How to use financial metrics for big projects
After my last entry, I continued to cogitate on the economic criteria for funding projects. The more I look a this topic, the more deserving of attention it becomes. Let's start out with the basic proposition that there are three categories of project types. I know that this is simplistic, but it does help to consider the issues. Here are the three:
1. Profit Center Projects - these projects generate revenue and are nearly always run from within a profit center. These projects hit both the revenue line and the cost line, and thus the bottom line. The entire professional services industry (over $250B in the US) functions based on the performance of these kinds of projects.
2. Cost Center Projects - these projects are considered operational costs and typically fall under the expense line in an organization. They represent investments in the business, and might include IT, Operations, Facilities, etc. Depending on your particular brand of accounting magic, they might also include R&D. When someone says that "IT is a tax on the business," this is what they mean.
3. Economic Value Projects - these projects are conceived from the beginning as generating some kind of return on investment over time, usually 5 years. Unlike Profit Center Projects, these projects might run in the red for years before they turn black. Examples might include private equity investments, new product lines, acquisitions of other companies, etc.
Now, when we look back at our original question of using financial
metrics for evaluating projects, we can see right away that these three
different kinds of projects have quite different assumptions about how
those numbers should operate.
What kinds of performance metrics do we tend to use for these three kinds of projects, assuming we use any at all? Here are the usual three for each of the three types:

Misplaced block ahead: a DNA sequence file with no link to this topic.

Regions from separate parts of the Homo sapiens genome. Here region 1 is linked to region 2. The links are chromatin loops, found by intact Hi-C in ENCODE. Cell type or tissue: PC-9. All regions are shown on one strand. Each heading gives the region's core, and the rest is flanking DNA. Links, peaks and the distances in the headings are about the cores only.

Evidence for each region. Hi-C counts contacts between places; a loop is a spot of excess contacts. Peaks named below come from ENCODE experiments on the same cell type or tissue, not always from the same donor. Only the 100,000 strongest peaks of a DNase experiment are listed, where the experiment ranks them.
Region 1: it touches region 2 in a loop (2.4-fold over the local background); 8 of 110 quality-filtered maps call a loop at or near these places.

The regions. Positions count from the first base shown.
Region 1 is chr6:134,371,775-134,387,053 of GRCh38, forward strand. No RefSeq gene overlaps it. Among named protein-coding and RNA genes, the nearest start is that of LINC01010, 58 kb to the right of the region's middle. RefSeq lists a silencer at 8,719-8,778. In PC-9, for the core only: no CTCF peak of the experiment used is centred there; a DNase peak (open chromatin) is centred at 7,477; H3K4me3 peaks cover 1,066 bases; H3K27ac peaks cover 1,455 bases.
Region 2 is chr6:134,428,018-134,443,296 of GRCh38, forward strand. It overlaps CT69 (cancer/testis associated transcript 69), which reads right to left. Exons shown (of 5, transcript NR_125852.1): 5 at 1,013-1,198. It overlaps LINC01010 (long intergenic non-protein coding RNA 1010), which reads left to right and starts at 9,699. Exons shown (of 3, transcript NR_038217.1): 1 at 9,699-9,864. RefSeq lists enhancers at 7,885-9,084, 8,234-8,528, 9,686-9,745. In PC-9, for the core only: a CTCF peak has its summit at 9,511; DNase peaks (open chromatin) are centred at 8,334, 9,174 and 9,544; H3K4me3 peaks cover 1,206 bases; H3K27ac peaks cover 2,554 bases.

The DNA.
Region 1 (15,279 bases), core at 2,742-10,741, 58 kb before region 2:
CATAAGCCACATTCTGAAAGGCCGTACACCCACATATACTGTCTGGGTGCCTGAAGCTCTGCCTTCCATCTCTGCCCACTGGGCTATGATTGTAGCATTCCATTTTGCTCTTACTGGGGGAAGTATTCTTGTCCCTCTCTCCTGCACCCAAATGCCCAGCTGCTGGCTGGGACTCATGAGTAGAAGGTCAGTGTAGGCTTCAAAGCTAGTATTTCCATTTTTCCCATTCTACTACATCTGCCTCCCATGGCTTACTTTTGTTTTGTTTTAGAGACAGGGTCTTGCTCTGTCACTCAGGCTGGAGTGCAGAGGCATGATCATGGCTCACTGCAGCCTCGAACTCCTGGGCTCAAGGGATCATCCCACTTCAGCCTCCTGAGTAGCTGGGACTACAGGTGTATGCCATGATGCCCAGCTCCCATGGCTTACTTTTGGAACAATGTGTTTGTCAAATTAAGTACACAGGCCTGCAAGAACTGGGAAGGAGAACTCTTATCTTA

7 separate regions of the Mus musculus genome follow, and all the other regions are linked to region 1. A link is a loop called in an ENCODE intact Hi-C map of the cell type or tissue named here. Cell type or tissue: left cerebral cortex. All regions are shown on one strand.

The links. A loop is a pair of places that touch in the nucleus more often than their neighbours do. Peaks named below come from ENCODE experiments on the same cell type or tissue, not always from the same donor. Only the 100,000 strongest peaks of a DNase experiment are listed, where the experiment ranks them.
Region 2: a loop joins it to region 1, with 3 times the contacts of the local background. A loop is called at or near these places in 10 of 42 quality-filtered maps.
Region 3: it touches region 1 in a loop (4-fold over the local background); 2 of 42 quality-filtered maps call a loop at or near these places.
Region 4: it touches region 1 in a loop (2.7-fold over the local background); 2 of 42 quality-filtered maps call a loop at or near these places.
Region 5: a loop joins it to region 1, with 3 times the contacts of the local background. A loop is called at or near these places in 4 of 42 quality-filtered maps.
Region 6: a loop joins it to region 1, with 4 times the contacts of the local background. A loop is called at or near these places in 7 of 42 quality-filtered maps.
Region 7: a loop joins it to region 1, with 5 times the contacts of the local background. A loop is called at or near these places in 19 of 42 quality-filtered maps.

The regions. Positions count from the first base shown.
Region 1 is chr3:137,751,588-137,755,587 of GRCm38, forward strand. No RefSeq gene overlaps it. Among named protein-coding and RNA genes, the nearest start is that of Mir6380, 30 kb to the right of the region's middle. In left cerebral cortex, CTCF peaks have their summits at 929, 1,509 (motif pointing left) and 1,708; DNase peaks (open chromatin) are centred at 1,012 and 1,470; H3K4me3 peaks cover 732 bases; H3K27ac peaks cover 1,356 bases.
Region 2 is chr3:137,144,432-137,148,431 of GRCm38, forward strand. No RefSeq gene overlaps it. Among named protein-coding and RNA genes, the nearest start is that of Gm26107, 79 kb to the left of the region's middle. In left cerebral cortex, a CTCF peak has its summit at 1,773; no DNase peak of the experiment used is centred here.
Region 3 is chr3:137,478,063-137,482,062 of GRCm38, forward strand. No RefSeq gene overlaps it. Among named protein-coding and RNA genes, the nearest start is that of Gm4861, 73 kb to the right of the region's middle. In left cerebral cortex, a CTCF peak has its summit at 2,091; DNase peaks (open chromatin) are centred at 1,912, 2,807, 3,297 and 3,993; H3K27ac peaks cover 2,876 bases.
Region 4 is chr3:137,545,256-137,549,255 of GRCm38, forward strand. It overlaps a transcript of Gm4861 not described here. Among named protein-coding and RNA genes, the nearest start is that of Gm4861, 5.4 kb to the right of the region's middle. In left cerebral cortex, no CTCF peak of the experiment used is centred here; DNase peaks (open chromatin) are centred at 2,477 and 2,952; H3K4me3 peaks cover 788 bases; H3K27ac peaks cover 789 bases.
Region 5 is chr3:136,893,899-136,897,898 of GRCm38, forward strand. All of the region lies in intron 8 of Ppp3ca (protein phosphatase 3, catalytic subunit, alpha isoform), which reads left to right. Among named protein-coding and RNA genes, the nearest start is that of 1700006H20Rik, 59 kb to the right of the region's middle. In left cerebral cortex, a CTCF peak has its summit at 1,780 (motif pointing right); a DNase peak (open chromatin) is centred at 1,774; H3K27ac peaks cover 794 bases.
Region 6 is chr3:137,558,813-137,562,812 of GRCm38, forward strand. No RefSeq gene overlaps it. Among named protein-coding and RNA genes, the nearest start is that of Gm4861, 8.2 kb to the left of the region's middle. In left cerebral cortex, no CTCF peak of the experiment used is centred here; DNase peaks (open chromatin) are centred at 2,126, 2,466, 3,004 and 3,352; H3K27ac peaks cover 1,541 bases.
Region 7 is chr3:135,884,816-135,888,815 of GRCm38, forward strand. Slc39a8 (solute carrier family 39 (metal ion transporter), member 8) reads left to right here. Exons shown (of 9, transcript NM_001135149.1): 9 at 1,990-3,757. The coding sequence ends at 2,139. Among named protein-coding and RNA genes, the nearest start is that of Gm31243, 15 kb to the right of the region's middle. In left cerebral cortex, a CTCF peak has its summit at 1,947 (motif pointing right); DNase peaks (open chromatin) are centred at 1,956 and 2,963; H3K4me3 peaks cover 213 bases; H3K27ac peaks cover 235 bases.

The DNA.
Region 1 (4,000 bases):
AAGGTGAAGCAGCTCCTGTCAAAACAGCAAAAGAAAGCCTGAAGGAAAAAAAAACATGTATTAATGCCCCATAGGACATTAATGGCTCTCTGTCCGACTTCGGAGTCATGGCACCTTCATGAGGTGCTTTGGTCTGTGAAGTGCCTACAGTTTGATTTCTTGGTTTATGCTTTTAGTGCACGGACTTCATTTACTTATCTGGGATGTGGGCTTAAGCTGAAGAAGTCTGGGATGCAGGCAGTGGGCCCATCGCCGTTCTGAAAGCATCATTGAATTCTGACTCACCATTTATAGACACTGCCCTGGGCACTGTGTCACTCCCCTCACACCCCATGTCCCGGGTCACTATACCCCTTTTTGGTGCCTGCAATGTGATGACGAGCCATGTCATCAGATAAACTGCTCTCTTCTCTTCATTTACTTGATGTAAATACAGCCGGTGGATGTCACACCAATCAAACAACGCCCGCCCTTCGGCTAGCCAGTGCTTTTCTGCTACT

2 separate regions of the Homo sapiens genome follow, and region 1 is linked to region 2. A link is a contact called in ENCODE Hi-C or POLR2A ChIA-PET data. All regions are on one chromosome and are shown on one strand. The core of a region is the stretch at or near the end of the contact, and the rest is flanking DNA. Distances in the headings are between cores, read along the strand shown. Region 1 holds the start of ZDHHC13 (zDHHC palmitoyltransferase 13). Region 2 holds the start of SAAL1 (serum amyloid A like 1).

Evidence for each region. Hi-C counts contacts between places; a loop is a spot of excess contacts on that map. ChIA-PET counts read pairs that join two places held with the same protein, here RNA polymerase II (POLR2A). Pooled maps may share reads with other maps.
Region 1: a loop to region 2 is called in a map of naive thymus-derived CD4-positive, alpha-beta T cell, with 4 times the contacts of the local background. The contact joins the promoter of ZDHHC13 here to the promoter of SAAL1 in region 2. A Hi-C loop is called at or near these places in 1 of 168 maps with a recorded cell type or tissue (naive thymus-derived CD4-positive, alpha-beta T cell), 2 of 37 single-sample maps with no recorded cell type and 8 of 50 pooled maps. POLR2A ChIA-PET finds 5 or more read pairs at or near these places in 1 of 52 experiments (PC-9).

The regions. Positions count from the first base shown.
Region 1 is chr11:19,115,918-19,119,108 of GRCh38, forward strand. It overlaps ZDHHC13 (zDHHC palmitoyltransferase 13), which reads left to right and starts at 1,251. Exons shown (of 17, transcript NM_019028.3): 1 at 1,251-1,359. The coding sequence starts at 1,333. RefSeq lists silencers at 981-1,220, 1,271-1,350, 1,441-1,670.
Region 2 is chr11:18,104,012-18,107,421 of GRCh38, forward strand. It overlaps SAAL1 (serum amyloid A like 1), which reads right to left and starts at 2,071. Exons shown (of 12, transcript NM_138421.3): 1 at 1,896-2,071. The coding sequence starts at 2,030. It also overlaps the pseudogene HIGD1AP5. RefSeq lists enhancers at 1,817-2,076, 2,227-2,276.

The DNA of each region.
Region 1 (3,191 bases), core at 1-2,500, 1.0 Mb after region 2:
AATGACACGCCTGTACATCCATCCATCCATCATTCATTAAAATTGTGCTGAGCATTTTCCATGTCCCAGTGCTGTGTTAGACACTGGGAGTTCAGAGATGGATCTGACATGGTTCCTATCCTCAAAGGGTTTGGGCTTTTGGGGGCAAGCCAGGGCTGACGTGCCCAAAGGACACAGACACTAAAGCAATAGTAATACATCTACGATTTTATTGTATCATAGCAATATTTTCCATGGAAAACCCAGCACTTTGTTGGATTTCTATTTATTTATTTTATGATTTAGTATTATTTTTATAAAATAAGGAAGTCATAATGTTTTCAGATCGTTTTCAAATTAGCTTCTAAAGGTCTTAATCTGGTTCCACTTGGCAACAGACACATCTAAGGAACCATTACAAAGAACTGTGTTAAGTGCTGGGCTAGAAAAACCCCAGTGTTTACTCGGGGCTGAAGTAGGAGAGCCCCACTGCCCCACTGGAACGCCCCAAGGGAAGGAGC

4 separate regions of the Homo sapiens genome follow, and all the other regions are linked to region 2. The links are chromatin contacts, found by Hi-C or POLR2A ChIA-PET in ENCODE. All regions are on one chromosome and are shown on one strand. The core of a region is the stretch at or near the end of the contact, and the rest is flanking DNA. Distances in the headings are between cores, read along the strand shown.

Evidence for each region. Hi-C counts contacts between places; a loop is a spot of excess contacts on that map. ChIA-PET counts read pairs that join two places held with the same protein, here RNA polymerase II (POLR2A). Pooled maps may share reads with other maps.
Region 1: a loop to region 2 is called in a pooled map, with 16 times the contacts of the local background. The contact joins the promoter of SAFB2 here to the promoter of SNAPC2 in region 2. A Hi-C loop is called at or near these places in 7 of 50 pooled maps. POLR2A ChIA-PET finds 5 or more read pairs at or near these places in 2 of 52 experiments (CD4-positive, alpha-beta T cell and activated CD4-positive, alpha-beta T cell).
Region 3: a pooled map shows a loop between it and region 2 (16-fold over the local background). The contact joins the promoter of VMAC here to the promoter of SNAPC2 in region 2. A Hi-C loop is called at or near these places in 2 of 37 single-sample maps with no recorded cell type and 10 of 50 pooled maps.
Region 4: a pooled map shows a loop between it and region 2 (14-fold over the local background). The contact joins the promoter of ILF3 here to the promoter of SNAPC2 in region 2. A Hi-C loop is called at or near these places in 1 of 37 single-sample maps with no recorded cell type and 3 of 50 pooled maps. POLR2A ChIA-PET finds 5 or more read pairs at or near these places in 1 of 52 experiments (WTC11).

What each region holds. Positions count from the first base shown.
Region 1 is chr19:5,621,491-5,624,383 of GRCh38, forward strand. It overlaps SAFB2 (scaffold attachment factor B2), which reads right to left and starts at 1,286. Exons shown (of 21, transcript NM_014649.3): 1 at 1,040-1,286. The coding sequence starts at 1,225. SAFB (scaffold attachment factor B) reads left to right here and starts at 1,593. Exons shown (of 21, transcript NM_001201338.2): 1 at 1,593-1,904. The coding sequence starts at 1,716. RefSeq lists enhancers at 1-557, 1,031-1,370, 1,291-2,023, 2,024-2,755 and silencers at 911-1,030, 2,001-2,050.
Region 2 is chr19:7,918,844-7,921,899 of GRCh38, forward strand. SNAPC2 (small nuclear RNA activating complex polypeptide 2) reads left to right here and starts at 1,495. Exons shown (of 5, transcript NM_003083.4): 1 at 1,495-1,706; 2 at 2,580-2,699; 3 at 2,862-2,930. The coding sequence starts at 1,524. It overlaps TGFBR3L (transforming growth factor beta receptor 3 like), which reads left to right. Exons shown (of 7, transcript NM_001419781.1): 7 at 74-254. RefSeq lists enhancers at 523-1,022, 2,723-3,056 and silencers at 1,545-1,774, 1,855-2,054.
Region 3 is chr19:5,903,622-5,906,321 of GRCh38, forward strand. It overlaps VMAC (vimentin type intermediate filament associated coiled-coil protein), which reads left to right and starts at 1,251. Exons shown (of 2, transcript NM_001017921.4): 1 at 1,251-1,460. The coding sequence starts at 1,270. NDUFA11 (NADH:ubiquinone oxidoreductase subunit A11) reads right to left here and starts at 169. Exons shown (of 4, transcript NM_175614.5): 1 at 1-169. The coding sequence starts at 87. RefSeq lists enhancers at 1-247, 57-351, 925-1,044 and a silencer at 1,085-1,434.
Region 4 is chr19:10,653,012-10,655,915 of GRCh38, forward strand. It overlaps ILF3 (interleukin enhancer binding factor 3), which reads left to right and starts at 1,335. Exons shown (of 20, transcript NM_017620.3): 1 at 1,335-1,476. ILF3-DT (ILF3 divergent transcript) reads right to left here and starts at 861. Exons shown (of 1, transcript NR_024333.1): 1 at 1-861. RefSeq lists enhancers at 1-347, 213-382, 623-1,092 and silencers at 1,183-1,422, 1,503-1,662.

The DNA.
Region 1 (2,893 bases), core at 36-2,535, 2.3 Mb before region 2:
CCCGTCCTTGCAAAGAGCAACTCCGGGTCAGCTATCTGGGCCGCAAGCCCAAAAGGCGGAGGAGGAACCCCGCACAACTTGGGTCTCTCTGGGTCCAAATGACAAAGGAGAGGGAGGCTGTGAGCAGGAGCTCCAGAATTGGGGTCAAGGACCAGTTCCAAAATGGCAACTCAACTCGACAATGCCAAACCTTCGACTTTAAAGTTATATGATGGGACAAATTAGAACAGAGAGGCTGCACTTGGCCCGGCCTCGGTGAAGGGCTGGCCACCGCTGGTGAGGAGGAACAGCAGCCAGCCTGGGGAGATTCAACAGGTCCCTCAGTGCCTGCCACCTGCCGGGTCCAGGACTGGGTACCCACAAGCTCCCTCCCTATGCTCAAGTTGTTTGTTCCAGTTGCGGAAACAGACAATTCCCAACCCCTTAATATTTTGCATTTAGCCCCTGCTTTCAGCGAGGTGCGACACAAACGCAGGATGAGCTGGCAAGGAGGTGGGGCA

1: PCP: These projects tend to be measured in terms of long term profitability and short term free cash flow. If the business only does billable services, they better generate profitable cash flow right off the bat or you will be out of business fast. Other performance metrics are resource utilization and resource realization.
2. CCP: These projects are usually measured in terms of "On Time, On Budget, On Scope." There has been loads of debate on this topic, based on the notion that there is no such thing as an IT project. There are only business projects. This is a great principle in theory. In practice, it doesn't appear to fly for one simple reason. IT is in fact a trapped service provider and should not make decisions about what to fund.
3. EVP: These projects tend to use the whiz bang financial tools such as EVA, NPV, NCF, IRR, all of which are essentially based on CAPM methodologies. The challenge here is that these methodologies have not proven to work, even in supposedly efficient markets.
On the use of CAPM, here's Eugene Fama, the creator of the Efficient Market Hypothesis: “The CAPM is still widely used in applications, such as estimating the cost of capital for firms and evaluating the performance of managed portfolios. It is the centerpiece of MBA investment courses. Indeed, it is often the only asset-pricing model taught in these courses….ultimately, the empirical record of the model is poor – poor enough to invalidate the way it is used in applications.”
But what about new ventures? As my friend and colleage, Ezra Roizen, says, "I agree that for an established company valuation is a direct function of cash flow - but for any emerging venture it doesn't work - largely because new ventures should be focused on consumption over financial performance...and CAPM breaks down fast when you have to push the value out years in the future... It’s a bit like trying to tether a fighter jet to a battleship."
So I come back to my original argument. You absolutely must run the numbers but be wary of magical formulae that provide neat answers.
(Image source: waxcom)
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